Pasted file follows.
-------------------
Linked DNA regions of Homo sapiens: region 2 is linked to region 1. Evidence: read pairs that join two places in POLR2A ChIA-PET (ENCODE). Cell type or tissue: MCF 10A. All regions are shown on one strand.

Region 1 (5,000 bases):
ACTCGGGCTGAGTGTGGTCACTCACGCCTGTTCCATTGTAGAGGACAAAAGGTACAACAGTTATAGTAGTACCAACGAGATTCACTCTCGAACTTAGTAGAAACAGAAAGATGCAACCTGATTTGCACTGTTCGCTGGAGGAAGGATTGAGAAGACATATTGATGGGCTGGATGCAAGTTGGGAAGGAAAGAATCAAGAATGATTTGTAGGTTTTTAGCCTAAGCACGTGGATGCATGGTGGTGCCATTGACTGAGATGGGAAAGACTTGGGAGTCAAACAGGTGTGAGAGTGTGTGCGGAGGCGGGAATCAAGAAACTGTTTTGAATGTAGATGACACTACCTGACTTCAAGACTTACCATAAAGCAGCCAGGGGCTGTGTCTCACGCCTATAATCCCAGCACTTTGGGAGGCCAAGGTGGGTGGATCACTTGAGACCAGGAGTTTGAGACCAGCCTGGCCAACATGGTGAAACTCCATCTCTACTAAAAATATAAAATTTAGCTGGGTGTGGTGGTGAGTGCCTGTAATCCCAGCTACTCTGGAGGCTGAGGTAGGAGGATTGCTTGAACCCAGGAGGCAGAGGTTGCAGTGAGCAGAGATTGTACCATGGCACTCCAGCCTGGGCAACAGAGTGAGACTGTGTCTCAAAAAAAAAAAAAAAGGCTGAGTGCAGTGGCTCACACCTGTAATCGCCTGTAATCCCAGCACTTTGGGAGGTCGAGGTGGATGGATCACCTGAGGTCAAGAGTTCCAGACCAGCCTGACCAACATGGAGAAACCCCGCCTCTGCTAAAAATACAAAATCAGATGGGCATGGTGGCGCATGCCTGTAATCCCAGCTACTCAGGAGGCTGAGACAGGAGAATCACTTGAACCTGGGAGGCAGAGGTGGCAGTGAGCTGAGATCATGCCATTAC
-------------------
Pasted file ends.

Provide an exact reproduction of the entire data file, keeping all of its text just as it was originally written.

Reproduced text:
Linked DNA regions of Homo sapiens: region 2 is linked to region 1. Evidence: read pairs that join two places in POLR2A ChIA-PET (ENCODE). Cell type or tissue: MCF 10A. All regions are shown on one strand.

Region 1 (5,000 bases):
ACTCGGGCTGAGTGTGGTCACTCACGCCTGTTCCATTGTAGAGGACAAAAGGTACAACAGTTATAGTAGTACCAACGAGATTCACTCTCGAACTTAGTAGAAACAGAAAGATGCAACCTGATTTGCACTGTTCGCTGGAGGAAGGATTGAGAAGACATATTGATGGGCTGGATGCAAGTTGGGAAGGAAAGAATCAAGAATGATTTGTAGGTTTTTAGCCTAAGCACGTGGATGCATGGTGGTGCCATTGACTGAGATGGGAAAGACTTGGGAGTCAAACAGGTGTGAGAGTGTGTGCGGAGGCGGGAATCAAGAAACTGTTTTGAATGTAGATGACACTACCTGACTTCAAGACTTACCATAAAGCAGCCAGGGGCTGTGTCTCACGCCTATAATCCCAGCACTTTGGGAGGCCAAGGTGGGTGGATCACTTGAGACCAGGAGTTTGAGACCAGCCTGGCCAACATGGTGAAACTCCATCTCTACTAAAAATATAAAATTTAGCTGGGTGTGGTGGTGAGTGCCTGTAATCCCAGCTACTCTGGAGGCTGAGGTAGGAGGATTGCTTGAACCCAGGAGGCAGAGGTTGCAGTGAGCAGAGATTGTACCATGGCACTCCAGCCTGGGCAACAGAGTGAGACTGTGTCTCAAAAAAAAAAAAAAAGGCTGAGTGCAGTGGCTCACACCTGTAATCGCCTGTAATCCCAGCACTTTGGGAGGTCGAGGTGGATGGATCACCTGAGGTCAAGAGTTCCAGACCAGCCTGACCAACATGGAGAAACCCCGCCTCTGCTAAAAATACAAAATCAGATGGGCATGGTGGCGCATGCCTGTAATCCCAGCTACTCAGGAGGCTGAGACAGGAGAATCACTTGAACCTGGGAGGCAGAGGTGGCAGTGAGCTGAGATCATGCCATTAC